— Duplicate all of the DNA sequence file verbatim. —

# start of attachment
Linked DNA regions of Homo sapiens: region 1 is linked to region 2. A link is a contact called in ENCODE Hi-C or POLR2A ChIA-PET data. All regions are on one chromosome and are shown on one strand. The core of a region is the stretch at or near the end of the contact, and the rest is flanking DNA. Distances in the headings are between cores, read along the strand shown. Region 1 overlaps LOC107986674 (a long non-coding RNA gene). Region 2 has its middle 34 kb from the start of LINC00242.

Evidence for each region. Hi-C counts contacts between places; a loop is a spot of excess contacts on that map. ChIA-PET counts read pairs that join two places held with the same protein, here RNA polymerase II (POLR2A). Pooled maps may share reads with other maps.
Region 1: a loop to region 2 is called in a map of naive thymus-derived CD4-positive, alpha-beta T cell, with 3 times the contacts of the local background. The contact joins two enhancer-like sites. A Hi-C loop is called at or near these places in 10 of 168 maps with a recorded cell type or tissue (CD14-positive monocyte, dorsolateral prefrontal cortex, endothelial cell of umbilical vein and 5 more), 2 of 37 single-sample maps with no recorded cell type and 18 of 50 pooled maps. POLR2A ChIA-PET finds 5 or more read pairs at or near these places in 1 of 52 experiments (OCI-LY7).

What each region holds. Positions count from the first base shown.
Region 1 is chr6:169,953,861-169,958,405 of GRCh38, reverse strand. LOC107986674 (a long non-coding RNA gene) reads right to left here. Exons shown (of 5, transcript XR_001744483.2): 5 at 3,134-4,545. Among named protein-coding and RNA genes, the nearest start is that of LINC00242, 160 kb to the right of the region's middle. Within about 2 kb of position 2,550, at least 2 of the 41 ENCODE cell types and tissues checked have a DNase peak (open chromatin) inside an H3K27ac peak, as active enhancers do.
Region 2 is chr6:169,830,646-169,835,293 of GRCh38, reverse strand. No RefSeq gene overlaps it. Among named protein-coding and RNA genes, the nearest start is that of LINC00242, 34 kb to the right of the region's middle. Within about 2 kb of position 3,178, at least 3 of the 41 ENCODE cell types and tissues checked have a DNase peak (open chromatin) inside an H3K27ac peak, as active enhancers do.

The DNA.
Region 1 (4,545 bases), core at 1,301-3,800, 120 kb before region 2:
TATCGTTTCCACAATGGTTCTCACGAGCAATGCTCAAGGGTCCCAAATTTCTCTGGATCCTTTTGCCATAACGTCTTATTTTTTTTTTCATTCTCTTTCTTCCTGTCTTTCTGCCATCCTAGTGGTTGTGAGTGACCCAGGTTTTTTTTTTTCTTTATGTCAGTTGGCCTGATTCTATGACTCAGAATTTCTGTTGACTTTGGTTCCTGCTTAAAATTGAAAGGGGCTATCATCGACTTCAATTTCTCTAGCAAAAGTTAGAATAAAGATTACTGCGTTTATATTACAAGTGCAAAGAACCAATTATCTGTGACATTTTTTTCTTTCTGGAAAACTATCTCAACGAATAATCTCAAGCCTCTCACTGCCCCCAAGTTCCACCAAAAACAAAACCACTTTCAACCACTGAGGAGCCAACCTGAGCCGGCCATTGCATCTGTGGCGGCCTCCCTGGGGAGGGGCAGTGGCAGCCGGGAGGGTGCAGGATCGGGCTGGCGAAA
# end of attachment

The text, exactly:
Linked DNA regions of Homo sapiens: region 1 is linked to region 2. A link is a contact called in ENCODE Hi-C or POLR2A ChIA-PET data. All regions are on one chromosome and are shown on one strand. The core of a region is the stretch at or near the end of the contact, and the rest is flanking DNA. Distances in the headings are between cores, read along the strand shown. Region 1 overlaps LOC107986674 (a long non-coding RNA gene). Region 2 has its middle 34 kb from the start of LINC00242.

Evidence for each region. Hi-C counts contacts between places; a loop is a spot of excess contacts on that map. ChIA-PET counts read pairs that join two places held with the same protein, here RNA polymerase II (POLR2A). Pooled maps may share reads with other maps.
Region 1: a loop to region 2 is called in a map of naive thymus-derived CD4-positive, alpha-beta T cell, with 3 times the contacts of the local background. The contact joins two enhancer-like sites. A Hi-C loop is called at or near these places in 10 of 168 maps with a recorded cell type or tissue (CD14-positive monocyte, dorsolateral prefrontal cortex, endothelial cell of umbilical vein and 5 more), 2 of 37 single-sample maps with no recorded cell type and 18 of 50 pooled maps. POLR2A ChIA-PET finds 5 or more read pairs at or near these places in 1 of 52 experiments (OCI-LY7).

What each region holds. Positions count from the first base shown.
Region 1 is chr6:169,953,861-169,958,405 of GRCh38, reverse strand. LOC107986674 (a long non-coding RNA gene) reads right to left here. Exons shown (of 5, transcript XR_001744483.2): 5 at 3,134-4,545. Among named protein-coding and RNA genes, the nearest start is that of LINC00242, 160 kb to the right of the region's middle. Within about 2 kb of position 2,550, at least 2 of the 41 ENCODE cell types and tissues checked have a DNase peak (open chromatin) inside an H3K27ac peak, as active enhancers do.
Region 2 is chr6:169,830,646-169,835,293 of GRCh38, reverse strand. No RefSeq gene overlaps it. Among named protein-coding and RNA genes, the nearest start is that of LINC00242, 34 kb to the right of the region's middle. Within about 2 kb of position 3,178, at least 3 of the 41 ENCODE cell types and tissues checked have a DNase peak (open chromatin) inside an H3K27ac peak, as active enhancers do.

The DNA.
Region 1 (4,545 bases), core at 1,301-3,800, 120 kb before region 2:
TATCGTTTCCACAATGGTTCTCACGAGCAATGCTCAAGGGTCCCAAATTTCTCTGGATCCTTTTGCCATAACGTCTTATTTTTTTTTTCATTCTCTTTCTTCCTGTCTTTCTGCCATCCTAGTGGTTGTGAGTGACCCAGGTTTTTTTTTTTCTTTATGTCAGTTGGCCTGATTCTATGACTCAGAATTTCTGTTGACTTTGGTTCCTGCTTAAAATTGAAAGGGGCTATCATCGACTTCAATTTCTCTAGCAAAAGTTAGAATAAAGATTACTGCGTTTATATTACAAGTGCAAAGAACCAATTATCTGTGACATTTTTTTCTTTCTGGAAAACTATCTCAACGAATAATCTCAAGCCTCTCACTGCCCCCAAGTTCCACCAAAAACAAAACCACTTTCAACCACTGAGGAGCCAACCTGAGCCGGCCATTGCATCTGTGGCGGCCTCCCTGGGGAGGGGCAGTGGCAGCCGGGAGGGTGCAGGATCGGGCTGGCGAAA